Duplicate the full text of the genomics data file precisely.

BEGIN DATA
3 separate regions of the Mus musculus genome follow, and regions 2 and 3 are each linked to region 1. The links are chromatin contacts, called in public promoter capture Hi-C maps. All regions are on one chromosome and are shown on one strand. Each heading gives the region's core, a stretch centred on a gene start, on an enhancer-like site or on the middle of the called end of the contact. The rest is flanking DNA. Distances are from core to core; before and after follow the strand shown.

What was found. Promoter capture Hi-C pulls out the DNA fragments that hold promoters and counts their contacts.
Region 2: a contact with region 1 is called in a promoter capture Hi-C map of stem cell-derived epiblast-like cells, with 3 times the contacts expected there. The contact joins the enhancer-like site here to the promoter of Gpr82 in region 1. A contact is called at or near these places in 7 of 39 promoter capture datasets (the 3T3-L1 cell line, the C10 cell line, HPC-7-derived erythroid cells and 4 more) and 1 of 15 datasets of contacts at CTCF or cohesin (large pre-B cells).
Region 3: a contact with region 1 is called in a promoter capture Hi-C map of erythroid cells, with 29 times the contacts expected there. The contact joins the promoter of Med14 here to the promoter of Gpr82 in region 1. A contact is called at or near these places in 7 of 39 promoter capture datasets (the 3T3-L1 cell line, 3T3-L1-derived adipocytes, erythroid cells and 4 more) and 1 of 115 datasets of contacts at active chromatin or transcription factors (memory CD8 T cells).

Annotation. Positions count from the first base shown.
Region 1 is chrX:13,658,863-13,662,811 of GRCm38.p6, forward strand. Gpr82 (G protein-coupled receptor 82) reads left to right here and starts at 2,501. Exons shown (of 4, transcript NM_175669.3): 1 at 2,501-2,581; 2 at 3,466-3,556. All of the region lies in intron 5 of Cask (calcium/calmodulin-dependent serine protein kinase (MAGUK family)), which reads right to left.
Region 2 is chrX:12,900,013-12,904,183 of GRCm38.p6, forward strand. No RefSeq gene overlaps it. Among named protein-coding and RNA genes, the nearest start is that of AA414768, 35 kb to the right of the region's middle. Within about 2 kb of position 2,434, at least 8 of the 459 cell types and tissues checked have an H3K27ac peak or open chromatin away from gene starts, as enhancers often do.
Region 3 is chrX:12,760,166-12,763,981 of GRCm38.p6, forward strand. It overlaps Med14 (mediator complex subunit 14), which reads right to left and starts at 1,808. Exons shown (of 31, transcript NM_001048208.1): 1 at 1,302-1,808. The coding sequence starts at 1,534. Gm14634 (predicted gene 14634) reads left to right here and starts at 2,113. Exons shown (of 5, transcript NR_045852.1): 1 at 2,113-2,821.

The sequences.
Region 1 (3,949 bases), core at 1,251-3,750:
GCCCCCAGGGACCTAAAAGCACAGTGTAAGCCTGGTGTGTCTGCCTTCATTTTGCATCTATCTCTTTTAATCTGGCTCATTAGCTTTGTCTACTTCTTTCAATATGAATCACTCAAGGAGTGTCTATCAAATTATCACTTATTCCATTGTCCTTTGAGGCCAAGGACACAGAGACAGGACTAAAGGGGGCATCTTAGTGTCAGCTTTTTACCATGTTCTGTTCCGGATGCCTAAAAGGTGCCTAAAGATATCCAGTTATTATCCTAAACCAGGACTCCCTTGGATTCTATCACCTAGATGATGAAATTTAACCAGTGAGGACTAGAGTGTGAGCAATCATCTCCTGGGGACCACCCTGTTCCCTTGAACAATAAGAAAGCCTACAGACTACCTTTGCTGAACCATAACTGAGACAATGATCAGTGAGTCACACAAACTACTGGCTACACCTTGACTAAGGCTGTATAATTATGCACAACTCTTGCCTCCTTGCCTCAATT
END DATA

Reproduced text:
3 separate regions of the Mus musculus genome follow, and regions 2 and 3 are each linked to region 1. The links are chromatin contacts, called in public promoter capture Hi-C maps. All regions are on one chromosome and are shown on one strand. Each heading gives the region's core, a stretch centred on a gene start, on an enhancer-like site or on the middle of the called end of the contact. The rest is flanking DNA. Distances are from core to core; before and after follow the strand shown.

What was found. Promoter capture Hi-C pulls out the DNA fragments that hold promoters and counts their contacts.
Region 2: a contact with region 1 is called in a promoter capture Hi-C map of stem cell-derived epiblast-like cells, with 3 times the contacts expected there. The contact joins the enhancer-like site here to the promoter of Gpr82 in region 1. A contact is called at or near these places in 7 of 39 promoter capture datasets (the 3T3-L1 cell line, the C10 cell line, HPC-7-derived erythroid cells and 4 more) and 1 of 15 datasets of contacts at CTCF or cohesin (large pre-B cells).
Region 3: a contact with region 1 is called in a promoter capture Hi-C map of erythroid cells, with 29 times the contacts expected there. The contact joins the promoter of Med14 here to the promoter of Gpr82 in region 1. A contact is called at or near these places in 7 of 39 promoter capture datasets (the 3T3-L1 cell line, 3T3-L1-derived adipocytes, erythroid cells and 4 more) and 1 of 115 datasets of contacts at active chromatin or transcription factors (memory CD8 T cells).

Annotation. Positions count from the first base shown.
Region 1 is chrX:13,658,863-13,662,811 of GRCm38.p6, forward strand. Gpr82 (G protein-coupled receptor 82) reads left to right here and starts at 2,501. Exons shown (of 4, transcript NM_175669.3): 1 at 2,501-2,581; 2 at 3,466-3,556. All of the region lies in intron 5 of Cask (calcium/calmodulin-dependent serine protein kinase (MAGUK family)), which reads right to left.
Region 2 is chrX:12,900,013-12,904,183 of GRCm38.p6, forward strand. No RefSeq gene overlaps it. Among named protein-coding and RNA genes, the nearest start is that of AA414768, 35 kb to the right of the region's middle. Within about 2 kb of position 2,434, at least 8 of the 459 cell types and tissues checked have an H3K27ac peak or open chromatin away from gene starts, as enhancers often do.
Region 3 is chrX:12,760,166-12,763,981 of GRCm38.p6, forward strand. It overlaps Med14 (mediator complex subunit 14), which reads right to left and starts at 1,808. Exons shown (of 31, transcript NM_001048208.1): 1 at 1,302-1,808. The coding sequence starts at 1,534. Gm14634 (predicted gene 14634) reads left to right here and starts at 2,113. Exons shown (of 5, transcript NR_045852.1): 1 at 2,113-2,821.

The sequences.
Region 1 (3,949 bases), core at 1,251-3,750:
GCCCCCAGGGACCTAAAAGCACAGTGTAAGCCTGGTGTGTCTGCCTTCATTTTGCATCTATCTCTTTTAATCTGGCTCATTAGCTTTGTCTACTTCTTTCAATATGAATCACTCAAGGAGTGTCTATCAAATTATCACTTATTCCATTGTCCTTTGAGGCCAAGGACACAGAGACAGGACTAAAGGGGGCATCTTAGTGTCAGCTTTTTACCATGTTCTGTTCCGGATGCCTAAAAGGTGCCTAAAGATATCCAGTTATTATCCTAAACCAGGACTCCCTTGGATTCTATCACCTAGATGATGAAATTTAACCAGTGAGGACTAGAGTGTGAGCAATCATCTCCTGGGGACCACCCTGTTCCCTTGAACAATAAGAAAGCCTACAGACTACCTTTGCTGAACCATAACTGAGACAATGATCAGTGAGTCACACAAACTACTGGCTACACCTTGACTAAGGCTGTATAATTATGCACAACTCTTGCCTCCTTGCCTCAATT